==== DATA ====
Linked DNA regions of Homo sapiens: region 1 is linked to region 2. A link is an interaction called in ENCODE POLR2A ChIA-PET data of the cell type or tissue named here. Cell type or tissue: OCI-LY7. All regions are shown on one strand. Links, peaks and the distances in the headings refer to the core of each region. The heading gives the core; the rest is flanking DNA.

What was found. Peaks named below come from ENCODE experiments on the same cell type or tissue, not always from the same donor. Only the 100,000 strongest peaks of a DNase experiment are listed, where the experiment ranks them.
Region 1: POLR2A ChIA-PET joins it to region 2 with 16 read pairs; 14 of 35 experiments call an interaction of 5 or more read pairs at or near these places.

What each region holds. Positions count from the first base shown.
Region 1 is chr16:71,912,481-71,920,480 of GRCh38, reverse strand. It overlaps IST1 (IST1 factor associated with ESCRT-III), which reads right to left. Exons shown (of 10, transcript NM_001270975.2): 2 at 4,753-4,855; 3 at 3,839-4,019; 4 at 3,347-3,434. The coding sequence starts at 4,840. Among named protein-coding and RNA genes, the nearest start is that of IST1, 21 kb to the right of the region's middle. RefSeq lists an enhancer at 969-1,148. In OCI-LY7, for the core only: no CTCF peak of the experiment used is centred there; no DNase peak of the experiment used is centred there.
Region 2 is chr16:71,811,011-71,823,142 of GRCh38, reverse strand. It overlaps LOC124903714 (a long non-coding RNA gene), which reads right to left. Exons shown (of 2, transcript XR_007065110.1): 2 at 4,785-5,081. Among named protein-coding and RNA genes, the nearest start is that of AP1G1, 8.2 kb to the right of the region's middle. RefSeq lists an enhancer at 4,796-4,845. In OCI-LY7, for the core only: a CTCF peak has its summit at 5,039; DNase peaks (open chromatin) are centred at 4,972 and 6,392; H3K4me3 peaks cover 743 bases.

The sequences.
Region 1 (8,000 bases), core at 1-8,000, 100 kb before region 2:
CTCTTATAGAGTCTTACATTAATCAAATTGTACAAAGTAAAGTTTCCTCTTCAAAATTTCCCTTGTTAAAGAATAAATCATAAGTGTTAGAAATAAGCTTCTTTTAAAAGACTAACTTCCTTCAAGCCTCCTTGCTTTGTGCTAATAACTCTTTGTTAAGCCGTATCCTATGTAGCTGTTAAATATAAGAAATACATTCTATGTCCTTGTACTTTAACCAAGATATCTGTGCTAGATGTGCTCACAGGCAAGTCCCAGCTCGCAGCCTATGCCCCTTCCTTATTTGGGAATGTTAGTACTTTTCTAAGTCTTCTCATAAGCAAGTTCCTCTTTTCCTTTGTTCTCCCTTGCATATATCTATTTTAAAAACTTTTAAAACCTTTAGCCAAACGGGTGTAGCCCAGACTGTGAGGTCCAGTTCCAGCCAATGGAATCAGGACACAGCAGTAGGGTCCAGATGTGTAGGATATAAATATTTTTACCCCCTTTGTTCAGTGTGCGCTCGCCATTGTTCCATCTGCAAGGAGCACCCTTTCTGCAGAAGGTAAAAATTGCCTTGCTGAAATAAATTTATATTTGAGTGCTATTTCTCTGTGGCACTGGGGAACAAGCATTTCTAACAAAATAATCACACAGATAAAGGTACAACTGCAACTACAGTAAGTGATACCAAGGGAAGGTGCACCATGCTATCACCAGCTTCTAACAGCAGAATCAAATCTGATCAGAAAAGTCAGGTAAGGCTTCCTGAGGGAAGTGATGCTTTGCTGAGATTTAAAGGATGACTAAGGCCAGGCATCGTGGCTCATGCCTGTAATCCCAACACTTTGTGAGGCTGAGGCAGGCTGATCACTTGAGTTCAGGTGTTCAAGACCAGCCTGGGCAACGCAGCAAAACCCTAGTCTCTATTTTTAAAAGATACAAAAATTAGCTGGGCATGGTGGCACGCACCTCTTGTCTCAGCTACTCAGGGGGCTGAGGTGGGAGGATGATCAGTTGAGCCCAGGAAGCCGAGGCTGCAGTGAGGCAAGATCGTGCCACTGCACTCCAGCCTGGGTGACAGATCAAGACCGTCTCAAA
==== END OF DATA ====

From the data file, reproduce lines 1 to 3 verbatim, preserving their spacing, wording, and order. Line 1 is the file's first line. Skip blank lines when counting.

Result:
Linked DNA regions of Homo sapiens: region 1 is linked to region 2. A link is an interaction called in ENCODE POLR2A ChIA-PET data of the cell type or tissue named here. Cell type or tissue: OCI-LY7. All regions are shown on one strand. Links, peaks and the distances in the headings refer to the core of each region. The heading gives the core; the rest is flanking DNA.

What was found. Peaks named below come from ENCODE experiments on the same cell type or tissue, not always from the same donor. Only the 100,000 strongest peaks of a DNase experiment are listed, where the experiment ranks them.
Region 1: POLR2A ChIA-PET joins it to region 2 with 16 read pairs; 14 of 35 experiments call an interaction of 5 or more read pairs at or near these places.